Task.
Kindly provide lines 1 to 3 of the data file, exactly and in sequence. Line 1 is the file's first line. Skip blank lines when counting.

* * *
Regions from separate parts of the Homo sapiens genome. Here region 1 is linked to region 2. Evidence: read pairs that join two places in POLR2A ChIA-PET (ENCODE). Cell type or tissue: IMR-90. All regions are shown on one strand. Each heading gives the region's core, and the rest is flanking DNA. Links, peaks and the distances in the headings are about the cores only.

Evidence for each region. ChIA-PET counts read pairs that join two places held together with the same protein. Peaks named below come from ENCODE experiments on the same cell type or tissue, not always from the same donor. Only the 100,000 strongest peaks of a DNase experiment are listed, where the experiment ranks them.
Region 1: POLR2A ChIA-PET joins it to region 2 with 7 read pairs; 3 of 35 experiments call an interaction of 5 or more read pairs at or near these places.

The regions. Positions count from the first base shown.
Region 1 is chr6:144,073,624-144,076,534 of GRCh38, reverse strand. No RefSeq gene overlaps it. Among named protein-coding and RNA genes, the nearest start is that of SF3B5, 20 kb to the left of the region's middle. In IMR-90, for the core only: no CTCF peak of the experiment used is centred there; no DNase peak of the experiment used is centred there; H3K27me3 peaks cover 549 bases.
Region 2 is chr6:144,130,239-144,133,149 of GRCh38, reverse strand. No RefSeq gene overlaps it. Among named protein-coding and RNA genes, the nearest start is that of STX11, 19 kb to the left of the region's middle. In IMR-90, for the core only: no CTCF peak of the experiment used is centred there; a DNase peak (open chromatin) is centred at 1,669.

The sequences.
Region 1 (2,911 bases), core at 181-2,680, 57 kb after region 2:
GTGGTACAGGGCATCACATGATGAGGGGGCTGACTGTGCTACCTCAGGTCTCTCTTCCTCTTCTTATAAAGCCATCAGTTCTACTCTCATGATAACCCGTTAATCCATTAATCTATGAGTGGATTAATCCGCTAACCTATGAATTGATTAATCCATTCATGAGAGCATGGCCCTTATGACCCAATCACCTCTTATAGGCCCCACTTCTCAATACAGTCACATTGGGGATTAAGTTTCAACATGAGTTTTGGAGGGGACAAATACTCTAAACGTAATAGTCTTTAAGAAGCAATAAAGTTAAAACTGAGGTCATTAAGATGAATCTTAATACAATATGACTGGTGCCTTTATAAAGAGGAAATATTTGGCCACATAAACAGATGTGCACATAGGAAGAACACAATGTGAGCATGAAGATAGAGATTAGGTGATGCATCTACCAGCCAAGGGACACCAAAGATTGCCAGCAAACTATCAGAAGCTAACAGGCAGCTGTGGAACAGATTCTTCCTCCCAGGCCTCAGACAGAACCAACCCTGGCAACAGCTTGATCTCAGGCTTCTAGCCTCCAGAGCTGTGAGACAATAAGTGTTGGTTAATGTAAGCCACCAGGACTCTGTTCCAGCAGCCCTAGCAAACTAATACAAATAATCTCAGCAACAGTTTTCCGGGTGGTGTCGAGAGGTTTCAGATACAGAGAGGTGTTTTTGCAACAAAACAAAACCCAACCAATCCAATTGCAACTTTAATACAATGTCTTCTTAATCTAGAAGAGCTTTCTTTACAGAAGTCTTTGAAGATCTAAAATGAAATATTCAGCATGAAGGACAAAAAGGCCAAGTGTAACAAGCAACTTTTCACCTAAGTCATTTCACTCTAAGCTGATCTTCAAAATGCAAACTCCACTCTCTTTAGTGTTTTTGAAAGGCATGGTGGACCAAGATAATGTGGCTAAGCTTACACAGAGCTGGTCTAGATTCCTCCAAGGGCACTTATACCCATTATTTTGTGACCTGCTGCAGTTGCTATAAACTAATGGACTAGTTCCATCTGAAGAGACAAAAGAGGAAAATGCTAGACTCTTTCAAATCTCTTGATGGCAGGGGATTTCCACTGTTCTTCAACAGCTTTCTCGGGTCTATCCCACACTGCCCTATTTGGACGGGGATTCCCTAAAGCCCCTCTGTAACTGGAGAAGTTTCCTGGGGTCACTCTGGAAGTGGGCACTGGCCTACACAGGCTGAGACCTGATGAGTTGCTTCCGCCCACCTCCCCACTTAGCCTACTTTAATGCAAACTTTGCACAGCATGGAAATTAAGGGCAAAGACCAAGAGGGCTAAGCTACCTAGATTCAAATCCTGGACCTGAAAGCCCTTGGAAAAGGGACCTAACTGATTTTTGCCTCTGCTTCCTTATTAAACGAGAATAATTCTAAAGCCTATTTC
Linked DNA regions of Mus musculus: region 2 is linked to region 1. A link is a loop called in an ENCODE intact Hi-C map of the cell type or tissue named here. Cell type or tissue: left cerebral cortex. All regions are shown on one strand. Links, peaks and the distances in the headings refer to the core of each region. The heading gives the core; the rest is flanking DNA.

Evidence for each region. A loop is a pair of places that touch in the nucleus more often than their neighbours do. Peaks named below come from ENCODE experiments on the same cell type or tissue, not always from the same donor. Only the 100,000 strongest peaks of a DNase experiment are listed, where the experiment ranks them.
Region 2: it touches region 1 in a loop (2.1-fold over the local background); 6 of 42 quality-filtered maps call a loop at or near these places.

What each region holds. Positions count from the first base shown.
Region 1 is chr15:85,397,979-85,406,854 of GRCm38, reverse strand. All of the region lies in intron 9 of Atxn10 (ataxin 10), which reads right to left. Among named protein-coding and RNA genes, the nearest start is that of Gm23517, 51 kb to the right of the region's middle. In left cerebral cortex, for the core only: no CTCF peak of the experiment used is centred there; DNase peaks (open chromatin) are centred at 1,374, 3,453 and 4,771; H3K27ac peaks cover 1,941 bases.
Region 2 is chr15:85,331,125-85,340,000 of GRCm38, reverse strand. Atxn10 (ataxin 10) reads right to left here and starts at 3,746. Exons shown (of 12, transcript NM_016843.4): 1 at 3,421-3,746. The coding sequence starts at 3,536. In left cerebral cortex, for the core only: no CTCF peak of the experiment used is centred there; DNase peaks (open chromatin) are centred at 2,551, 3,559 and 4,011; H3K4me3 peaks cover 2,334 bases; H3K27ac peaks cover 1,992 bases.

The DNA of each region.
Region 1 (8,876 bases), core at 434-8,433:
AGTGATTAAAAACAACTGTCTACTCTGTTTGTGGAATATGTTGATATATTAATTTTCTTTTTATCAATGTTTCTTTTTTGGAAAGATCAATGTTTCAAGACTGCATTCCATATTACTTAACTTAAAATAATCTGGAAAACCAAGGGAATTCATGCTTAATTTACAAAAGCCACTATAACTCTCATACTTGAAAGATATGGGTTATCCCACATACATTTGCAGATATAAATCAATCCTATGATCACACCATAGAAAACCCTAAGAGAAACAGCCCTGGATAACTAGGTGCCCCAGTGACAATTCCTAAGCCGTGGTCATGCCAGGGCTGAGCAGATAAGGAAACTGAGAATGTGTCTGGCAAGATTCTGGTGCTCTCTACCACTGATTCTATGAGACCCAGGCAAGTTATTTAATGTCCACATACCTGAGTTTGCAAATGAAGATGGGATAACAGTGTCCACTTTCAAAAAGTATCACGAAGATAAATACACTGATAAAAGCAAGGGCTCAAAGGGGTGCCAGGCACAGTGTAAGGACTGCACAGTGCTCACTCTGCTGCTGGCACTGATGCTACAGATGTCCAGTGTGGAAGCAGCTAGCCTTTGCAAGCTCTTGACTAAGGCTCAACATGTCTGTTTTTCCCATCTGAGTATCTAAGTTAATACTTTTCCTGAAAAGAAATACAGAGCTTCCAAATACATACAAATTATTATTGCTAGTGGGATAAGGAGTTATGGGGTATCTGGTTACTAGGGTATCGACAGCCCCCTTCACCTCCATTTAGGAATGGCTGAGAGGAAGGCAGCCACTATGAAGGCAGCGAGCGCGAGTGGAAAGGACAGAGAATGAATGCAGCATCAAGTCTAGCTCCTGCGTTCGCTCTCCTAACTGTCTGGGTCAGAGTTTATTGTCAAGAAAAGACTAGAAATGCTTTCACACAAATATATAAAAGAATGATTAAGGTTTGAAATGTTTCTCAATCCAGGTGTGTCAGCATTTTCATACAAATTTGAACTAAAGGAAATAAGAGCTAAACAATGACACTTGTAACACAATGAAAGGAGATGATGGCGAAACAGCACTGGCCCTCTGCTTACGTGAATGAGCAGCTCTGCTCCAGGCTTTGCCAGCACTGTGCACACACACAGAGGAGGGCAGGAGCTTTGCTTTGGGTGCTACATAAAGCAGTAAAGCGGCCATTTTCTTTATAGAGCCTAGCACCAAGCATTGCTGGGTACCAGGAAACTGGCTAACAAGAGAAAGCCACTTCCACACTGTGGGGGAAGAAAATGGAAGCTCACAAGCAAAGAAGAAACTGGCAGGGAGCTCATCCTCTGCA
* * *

Regions from separate parts of the Homo sapiens genome. Here region 1 is linked to region 2. Evidence: read pairs that join two places in POLR2A ChIA-PET (ENCODE). Cell type or tissue: IMR-90. All regions are shown on one strand. Each heading gives the region's core, and the rest is flanking DNA. Links, peaks and the distances in the headings are about the cores only.

Evidence for each region. ChIA-PET counts read pairs that join two places held together with the same protein. Peaks named below come from ENCODE experiments on the same cell type or tissue, not always from the same donor. Only the 100,000 strongest peaks of a DNase experiment are listed, where the experiment ranks them.
Region 1: POLR2A ChIA-PET joins it to region 2 with 7 read pairs; 3 of 35 experiments call an interaction of 5 or more read pairs at or near these places.